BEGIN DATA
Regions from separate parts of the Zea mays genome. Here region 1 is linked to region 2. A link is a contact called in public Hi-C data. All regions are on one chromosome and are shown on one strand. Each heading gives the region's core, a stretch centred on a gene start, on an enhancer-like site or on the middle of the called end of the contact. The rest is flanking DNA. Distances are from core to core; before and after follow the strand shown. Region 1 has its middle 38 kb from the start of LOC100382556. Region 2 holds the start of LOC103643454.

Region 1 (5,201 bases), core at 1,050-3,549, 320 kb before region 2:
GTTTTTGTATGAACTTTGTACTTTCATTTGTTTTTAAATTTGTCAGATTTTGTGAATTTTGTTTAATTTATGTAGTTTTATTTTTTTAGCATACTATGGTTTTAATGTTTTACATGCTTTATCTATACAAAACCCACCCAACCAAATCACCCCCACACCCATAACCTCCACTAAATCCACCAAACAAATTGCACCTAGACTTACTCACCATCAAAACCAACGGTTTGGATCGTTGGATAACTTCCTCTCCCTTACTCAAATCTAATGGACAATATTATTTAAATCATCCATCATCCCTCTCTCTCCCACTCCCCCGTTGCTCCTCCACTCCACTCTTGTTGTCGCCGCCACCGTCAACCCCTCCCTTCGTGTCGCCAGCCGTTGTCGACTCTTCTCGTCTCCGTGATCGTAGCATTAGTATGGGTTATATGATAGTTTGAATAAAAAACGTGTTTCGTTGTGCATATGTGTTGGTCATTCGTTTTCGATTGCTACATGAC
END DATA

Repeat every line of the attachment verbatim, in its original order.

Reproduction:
Regions from separate parts of the Zea mays genome. Here region 1 is linked to region 2. A link is a contact called in public Hi-C data. All regions are on one chromosome and are shown on one strand. Each heading gives the region's core, a stretch centred on a gene start, on an enhancer-like site or on the middle of the called end of the contact. The rest is flanking DNA. Distances are from core to core; before and after follow the strand shown. Region 1 has its middle 38 kb from the start of LOC100382556. Region 2 holds the start of LOC103643454.

Region 1 (5,201 bases), core at 1,050-3,549, 320 kb before region 2:
GTTTTTGTATGAACTTTGTACTTTCATTTGTTTTTAAATTTGTCAGATTTTGTGAATTTTGTTTAATTTATGTAGTTTTATTTTTTTAGCATACTATGGTTTTAATGTTTTACATGCTTTATCTATACAAAACCCACCCAACCAAATCACCCCCACACCCATAACCTCCACTAAATCCACCAAACAAATTGCACCTAGACTTACTCACCATCAAAACCAACGGTTTGGATCGTTGGATAACTTCCTCTCCCTTACTCAAATCTAATGGACAATATTATTTAAATCATCCATCATCCCTCTCTCTCCCACTCCCCCGTTGCTCCTCCACTCCACTCTTGTTGTCGCCGCCACCGTCAACCCCTCCCTTCGTGTCGCCAGCCGTTGTCGACTCTTCTCGTCTCCGTGATCGTAGCATTAGTATGGGTTATATGATAGTTTGAATAAAAAACGTGTTTCGTTGTGCATATGTGTTGGTCATTCGTTTTCGATTGCTACATGAC